• Install a poolside phone with emergency numbers on speed-dial.
  • Do not prop gates leading to pool areas open unless the pool is being supervised.
  • Do not leave furniture near pool fencing, as children may use it to climb over.
  • Keep a first aid kit and rescue equipment poolside.

Also, some helpful hints from the Pool Safety “Simple Steps Save Lives” Program

1. Stay close and be alert when watching chidren in and around the pool

  • Never leave a child unattended in a pool/spa area, whether they are in or near the water.
  • Give children basic water safety tips so they can prevent incidents themselves.
  • Keep children away from pool drains, pipes, and other openings that may cause entrapment.

2. Learn and practice water safety skills actively

  • Learn how to swim and teach your children how to swim, even if only a few basic yet practical skills.
  • Learn how to perform CPR on children and adults. Update that knowledge regularly.
  • Understand the basics of life-saving so you can assist in the event of a pool emergency.

3. Maintain appropriate pool/spa equipment

  • Install four foot or taller self-closing and self-latching gates around your pool or spa, and ask your neighbors to do the same.
  • Install a lockable safety cover on your spa.
  • If your house is the fourth side of a fence around your pool, install door/gate alarms and always use them. Additionally, install window guards on pool-facing windows.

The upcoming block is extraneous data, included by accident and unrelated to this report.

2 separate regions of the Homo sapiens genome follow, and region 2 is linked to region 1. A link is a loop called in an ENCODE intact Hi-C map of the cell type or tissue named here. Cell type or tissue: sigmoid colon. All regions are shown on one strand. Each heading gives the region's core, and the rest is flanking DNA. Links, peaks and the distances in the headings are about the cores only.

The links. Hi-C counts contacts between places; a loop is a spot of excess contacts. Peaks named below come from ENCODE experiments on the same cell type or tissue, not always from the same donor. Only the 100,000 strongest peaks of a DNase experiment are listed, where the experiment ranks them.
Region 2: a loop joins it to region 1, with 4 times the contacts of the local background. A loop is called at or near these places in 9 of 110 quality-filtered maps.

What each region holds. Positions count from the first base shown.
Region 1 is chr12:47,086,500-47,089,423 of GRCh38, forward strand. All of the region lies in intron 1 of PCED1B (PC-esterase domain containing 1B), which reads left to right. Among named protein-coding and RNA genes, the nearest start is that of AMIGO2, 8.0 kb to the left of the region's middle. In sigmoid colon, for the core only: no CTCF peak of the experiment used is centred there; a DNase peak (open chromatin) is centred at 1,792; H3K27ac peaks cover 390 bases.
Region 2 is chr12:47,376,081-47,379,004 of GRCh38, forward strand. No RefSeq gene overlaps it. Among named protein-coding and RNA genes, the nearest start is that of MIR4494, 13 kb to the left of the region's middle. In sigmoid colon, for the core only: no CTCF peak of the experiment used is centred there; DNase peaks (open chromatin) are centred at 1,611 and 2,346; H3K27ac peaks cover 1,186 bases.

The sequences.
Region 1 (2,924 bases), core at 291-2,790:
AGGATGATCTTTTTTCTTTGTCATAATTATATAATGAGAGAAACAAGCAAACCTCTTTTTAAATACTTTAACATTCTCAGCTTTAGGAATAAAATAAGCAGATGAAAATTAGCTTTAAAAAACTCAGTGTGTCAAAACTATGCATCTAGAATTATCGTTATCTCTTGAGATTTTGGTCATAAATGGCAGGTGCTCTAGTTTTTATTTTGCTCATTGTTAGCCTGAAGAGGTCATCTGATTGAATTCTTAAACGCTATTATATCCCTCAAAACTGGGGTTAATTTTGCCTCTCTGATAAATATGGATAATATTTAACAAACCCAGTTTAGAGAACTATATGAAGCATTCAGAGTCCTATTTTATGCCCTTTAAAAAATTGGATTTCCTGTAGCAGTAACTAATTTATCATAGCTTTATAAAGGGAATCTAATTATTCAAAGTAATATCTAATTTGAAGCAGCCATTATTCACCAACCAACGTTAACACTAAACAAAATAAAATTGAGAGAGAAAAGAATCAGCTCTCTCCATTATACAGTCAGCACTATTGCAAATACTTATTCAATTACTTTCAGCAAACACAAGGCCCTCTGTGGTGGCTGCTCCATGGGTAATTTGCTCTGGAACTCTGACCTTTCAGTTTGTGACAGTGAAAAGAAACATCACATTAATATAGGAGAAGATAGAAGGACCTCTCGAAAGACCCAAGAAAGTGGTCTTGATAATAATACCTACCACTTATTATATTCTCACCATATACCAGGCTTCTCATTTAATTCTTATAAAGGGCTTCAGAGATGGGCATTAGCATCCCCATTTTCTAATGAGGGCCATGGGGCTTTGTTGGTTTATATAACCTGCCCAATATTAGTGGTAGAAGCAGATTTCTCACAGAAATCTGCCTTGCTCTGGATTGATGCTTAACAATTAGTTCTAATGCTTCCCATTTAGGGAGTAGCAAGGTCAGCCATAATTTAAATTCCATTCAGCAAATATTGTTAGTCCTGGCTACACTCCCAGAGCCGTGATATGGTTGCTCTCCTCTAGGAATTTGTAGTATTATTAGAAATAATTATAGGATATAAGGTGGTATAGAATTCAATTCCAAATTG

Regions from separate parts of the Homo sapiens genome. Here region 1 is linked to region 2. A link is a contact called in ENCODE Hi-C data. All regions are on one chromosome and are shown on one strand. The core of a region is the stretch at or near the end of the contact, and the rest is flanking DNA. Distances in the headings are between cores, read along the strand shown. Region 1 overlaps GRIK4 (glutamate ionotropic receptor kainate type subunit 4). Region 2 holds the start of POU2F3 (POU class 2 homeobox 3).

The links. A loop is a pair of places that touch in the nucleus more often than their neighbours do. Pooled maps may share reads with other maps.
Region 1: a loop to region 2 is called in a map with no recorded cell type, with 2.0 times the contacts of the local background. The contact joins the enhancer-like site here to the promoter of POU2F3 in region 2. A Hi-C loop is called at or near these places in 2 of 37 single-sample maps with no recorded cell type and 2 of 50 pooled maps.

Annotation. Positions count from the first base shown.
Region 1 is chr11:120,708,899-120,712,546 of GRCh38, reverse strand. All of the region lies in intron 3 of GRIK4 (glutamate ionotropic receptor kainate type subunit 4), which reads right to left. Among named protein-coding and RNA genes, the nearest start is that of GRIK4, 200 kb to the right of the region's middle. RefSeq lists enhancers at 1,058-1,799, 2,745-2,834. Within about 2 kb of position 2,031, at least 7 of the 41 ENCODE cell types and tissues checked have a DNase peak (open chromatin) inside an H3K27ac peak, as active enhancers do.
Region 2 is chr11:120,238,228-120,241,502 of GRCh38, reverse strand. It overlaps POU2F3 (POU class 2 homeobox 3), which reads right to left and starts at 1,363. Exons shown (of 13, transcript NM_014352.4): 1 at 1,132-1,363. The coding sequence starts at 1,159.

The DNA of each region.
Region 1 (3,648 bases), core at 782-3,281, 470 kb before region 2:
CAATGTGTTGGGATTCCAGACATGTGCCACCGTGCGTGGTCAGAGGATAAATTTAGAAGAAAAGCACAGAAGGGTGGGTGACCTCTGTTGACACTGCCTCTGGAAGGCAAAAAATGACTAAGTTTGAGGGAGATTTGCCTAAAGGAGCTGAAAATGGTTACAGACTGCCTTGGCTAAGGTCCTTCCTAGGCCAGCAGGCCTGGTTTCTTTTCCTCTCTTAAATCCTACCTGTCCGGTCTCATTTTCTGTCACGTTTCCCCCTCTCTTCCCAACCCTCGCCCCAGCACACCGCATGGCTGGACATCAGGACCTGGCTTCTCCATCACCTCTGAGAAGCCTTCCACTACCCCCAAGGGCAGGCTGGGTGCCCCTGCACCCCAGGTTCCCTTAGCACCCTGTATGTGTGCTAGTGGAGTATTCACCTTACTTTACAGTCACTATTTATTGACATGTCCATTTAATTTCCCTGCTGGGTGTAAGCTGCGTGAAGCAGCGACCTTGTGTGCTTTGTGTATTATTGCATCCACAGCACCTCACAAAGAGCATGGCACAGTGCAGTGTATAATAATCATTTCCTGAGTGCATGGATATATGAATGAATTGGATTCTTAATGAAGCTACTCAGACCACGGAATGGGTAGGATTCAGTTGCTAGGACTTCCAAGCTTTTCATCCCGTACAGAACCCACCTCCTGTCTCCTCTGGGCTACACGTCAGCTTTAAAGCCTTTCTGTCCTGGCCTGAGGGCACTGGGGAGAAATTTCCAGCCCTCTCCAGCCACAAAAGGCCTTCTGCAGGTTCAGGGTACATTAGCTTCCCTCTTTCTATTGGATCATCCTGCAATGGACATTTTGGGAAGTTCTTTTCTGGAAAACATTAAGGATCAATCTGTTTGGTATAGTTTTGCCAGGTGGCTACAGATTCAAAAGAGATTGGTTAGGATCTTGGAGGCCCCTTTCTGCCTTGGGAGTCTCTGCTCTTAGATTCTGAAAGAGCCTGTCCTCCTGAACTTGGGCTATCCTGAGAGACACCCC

• Make sure your pool or spa has compliant drain covers.
  • Consider making use of a surface wave or underwater alarm.

For more information, or to talk with a pool professional about your remodeling plan, contact Lifetime Pools today!

By | 2017-01-16T19:35:43+00:00 May 29th, 2013|Swimming Pool Safety|0 Comments

ADA Swimming Pool Lift Regulations Relaxed

Last Thursday, the Department of Justice declared a major alteration in disability regulations for public swimming pools and spas. According to the recently changed rules, portable lifts are now allowed, and the call for compliance with these rules has been considerably relaxed.

For swim clubs, hotels, and other commercial public facilities, a fixed-lift policy was being enacted, with the exception that portable lifts purchased prior to March 15th would be considered compliant. According to the new policies stated by the Department of Justice, the fixed-lift policy will not be enforced. That said, lifts purchased after March 15th must be fixed “if it is readily achievable to do so.”